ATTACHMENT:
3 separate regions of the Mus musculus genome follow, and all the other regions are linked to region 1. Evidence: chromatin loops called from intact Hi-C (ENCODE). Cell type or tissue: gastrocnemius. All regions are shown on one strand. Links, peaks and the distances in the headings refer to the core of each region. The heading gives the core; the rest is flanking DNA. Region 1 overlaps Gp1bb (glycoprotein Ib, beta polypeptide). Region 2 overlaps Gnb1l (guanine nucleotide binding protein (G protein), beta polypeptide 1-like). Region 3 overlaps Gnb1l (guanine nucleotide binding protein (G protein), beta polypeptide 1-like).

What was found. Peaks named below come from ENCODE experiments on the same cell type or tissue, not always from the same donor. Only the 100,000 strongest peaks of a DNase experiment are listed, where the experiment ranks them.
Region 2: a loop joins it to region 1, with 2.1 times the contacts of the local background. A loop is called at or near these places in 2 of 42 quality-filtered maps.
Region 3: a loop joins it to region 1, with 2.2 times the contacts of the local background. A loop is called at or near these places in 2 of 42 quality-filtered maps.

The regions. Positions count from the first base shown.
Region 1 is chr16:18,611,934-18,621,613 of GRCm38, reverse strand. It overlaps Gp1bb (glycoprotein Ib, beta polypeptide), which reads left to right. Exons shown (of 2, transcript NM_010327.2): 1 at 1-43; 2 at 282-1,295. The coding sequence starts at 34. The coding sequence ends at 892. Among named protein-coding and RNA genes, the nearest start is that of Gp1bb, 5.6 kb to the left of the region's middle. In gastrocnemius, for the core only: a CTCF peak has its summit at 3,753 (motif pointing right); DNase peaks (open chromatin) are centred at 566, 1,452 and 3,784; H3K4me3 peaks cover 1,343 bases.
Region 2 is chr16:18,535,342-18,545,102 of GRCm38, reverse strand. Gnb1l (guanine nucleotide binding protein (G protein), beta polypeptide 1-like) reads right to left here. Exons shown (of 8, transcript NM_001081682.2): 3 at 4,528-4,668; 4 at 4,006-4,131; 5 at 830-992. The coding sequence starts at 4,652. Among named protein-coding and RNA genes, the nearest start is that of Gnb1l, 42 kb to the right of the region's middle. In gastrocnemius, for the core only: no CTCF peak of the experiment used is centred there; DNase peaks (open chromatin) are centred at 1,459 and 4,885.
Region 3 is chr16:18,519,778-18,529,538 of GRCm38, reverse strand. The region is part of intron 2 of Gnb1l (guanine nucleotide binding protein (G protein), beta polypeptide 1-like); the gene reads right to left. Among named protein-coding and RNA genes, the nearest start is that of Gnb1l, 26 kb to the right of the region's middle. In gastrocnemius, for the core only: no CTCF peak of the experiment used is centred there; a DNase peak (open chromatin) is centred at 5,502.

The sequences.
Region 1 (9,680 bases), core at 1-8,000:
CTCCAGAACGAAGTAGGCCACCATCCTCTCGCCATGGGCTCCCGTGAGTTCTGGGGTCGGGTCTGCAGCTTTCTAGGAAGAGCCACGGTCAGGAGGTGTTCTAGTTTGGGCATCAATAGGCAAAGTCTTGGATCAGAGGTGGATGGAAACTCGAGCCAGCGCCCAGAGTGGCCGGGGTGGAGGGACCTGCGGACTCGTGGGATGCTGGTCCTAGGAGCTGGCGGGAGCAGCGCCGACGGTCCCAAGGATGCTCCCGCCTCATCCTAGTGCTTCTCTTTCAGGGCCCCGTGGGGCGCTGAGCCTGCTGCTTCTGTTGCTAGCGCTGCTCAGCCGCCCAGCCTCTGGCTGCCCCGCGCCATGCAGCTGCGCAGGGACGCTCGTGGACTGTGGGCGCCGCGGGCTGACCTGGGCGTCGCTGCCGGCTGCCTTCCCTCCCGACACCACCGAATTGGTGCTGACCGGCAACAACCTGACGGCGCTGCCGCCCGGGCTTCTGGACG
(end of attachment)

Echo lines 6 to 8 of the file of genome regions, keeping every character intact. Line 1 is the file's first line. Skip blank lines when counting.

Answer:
Region 1 is chr16:18,611,934-18,621,613 of GRCm38, reverse strand. It overlaps Gp1bb (glycoprotein Ib, beta polypeptide), which reads left to right. Exons shown (of 2, transcript NM_010327.2): 1 at 1-43; 2 at 282-1,295. The coding sequence starts at 34. The coding sequence ends at 892. Among named protein-coding and RNA genes, the nearest start is that of Gp1bb, 5.6 kb to the left of the region's middle. In gastrocnemius, for the core only: a CTCF peak has its summit at 3,753 (motif pointing right); DNase peaks (open chromatin) are centred at 566, 1,452 and 3,784; H3K4me3 peaks cover 1,343 bases.
Region 2 is chr16:18,535,342-18,545,102 of GRCm38, reverse strand. Gnb1l (guanine nucleotide binding protein (G protein), beta polypeptide 1-like) reads right to left here. Exons shown (of 8, transcript NM_001081682.2): 3 at 4,528-4,668; 4 at 4,006-4,131; 5 at 830-992. The coding sequence starts at 4,652. Among named protein-coding and RNA genes, the nearest start is that of Gnb1l, 42 kb to the right of the region's middle. In gastrocnemius, for the core only: no CTCF peak of the experiment used is centred there; DNase peaks (open chromatin) are centred at 1,459 and 4,885.
Region 3 is chr16:18,519,778-18,529,538 of GRCm38, reverse strand. The region is part of intron 2 of Gnb1l (guanine nucleotide binding protein (G protein), beta polypeptide 1-like); the gene reads right to left. Among named protein-coding and RNA genes, the nearest start is that of Gnb1l, 26 kb to the right of the region's middle. In gastrocnemius, for the core only: no CTCF peak of the experiment used is centred there; a DNase peak (open chromatin) is centred at 5,502.